Orange Shirt Day is recognized on September 30 each year. In 2013, Phyllis Webstad, who attended a residential school in British Columbia, started Orange Shirt Day. On this day, Canadians wear orange shirts to demonstrate a commitment to reconciliation. It is the perfect day for discussing and learning about Canadian Residential Schools in your classroom.
Orange Shirt Day Activity 1:
Read a meaningful picture book. My favourite books about Residential Schools are:
- Shi-shi-etko by Nicola I. Campbell
- When We Were Alone by David A. Robertson
- Shin-chi’s Canoe by Nicola I. Campbell
- When I Was Eight by Christy Jordan-Fenton & Margret Pokiak-Fenton
- I Am Not A Number by Jenny Kay Dupuis and Kathy Kacer
Orange Shirt Day Activity 2: Whole Group Discussion
Have a whole group sharing circle about Residential Schools.
I suggest asking students to sit in a big circle. Start by detailing the ground rules. For example, we don’t interrupt each other, you can only talk when you have talking stick, we use respectful language, etc. It is super important to set these expectations BEFORE starting!
Ask students to share what they know about Residential Schools. They can add to each others’ points and it’s absolutely okay if a disagreement occurs. This is a great opportunity to clear up misconceptions.
I suggest recording the knowledge that students have about Residential Schools on an anchor chart or the whiteboard. This will help them to see all of their knowledge and it makes a good scaffold for further learning.
Next, ask the kids to discuss why Phyllis Webstad might have chosen “Every Child Matters” as the slogan for Orange Shirt Day. Students can share their ideas, which are often quite insightful. This also leads nicely into the art activity!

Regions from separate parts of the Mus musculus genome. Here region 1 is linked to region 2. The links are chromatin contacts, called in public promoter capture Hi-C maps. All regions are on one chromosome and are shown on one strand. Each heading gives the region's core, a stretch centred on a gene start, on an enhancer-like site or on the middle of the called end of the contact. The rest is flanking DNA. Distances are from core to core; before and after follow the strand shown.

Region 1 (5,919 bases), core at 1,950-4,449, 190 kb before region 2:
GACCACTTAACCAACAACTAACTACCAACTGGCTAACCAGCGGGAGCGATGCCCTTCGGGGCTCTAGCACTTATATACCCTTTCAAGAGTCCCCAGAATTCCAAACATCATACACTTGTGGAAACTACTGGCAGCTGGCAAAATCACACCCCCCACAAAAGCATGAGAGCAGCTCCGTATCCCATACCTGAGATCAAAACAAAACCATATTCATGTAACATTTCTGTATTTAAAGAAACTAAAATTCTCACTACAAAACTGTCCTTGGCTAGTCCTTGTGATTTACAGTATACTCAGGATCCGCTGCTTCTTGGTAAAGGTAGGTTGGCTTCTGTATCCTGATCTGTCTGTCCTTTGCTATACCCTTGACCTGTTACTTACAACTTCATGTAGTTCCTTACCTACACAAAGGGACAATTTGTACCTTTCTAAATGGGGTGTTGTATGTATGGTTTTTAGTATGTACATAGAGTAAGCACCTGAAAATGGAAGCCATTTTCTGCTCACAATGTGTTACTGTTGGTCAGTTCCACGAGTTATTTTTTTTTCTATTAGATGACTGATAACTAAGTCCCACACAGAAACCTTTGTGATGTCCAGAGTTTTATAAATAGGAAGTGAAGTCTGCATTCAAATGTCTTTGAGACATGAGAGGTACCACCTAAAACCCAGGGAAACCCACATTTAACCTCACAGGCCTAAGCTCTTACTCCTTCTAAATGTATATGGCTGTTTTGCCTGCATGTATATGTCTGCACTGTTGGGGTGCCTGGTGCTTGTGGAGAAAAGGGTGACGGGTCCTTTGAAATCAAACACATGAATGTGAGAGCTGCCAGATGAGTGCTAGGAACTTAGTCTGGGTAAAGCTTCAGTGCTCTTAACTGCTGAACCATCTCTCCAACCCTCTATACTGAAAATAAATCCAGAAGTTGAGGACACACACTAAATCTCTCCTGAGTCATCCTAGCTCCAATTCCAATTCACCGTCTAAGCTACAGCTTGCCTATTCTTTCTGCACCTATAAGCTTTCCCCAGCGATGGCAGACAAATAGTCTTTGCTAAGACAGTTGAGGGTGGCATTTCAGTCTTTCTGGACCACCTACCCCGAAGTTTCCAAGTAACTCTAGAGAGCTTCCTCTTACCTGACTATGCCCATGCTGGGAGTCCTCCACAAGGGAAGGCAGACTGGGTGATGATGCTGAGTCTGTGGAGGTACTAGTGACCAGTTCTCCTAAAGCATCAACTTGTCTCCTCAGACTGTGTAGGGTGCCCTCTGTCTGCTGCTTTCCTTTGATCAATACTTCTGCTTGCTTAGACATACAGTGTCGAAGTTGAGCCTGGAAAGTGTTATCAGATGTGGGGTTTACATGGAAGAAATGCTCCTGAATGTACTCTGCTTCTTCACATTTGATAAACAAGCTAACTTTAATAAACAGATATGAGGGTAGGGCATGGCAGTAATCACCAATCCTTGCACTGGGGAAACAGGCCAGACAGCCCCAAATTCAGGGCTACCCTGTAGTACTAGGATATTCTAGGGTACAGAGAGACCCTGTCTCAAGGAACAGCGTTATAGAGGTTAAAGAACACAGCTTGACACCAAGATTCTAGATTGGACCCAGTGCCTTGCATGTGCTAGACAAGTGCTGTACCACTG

Orange Shirt Day Activity 3: Video
Watch a video about Residential Schools. Upper Elementary kiddos really connect to this one but there are a ton available online.
Orange Shirt Day Activity 4: Art Project
The slogan for Orange Shirt Day is “Every Child Matters”. This is a beautiful opportunity to have students reflect on how they are unique and important.
Step 1: Each child will trace their hand on a piece of paper.
Step 2: Students will lightly colour their hands, using pencil crayons. Encourage students to try to mix and match pencil crayons so that they get the exact right colour that best represents them.
Step 3: Students will use a permanent marker to write “I matter because______________”. Each student will have a unique reason why they matter. This will be tricky for some kiddos so it might be helpful to brainstorm ideas as a class before hand.
Step 4: Students will use various colours of permanent markers to add symbols that best represent their identity on their hand.
Step 5: Students will cut out their hands.
Step 6: Arrange the hands into a wreath and display your beautiful art!
If you use any of these ideas, I would LOVE it if you would tag me on instagram!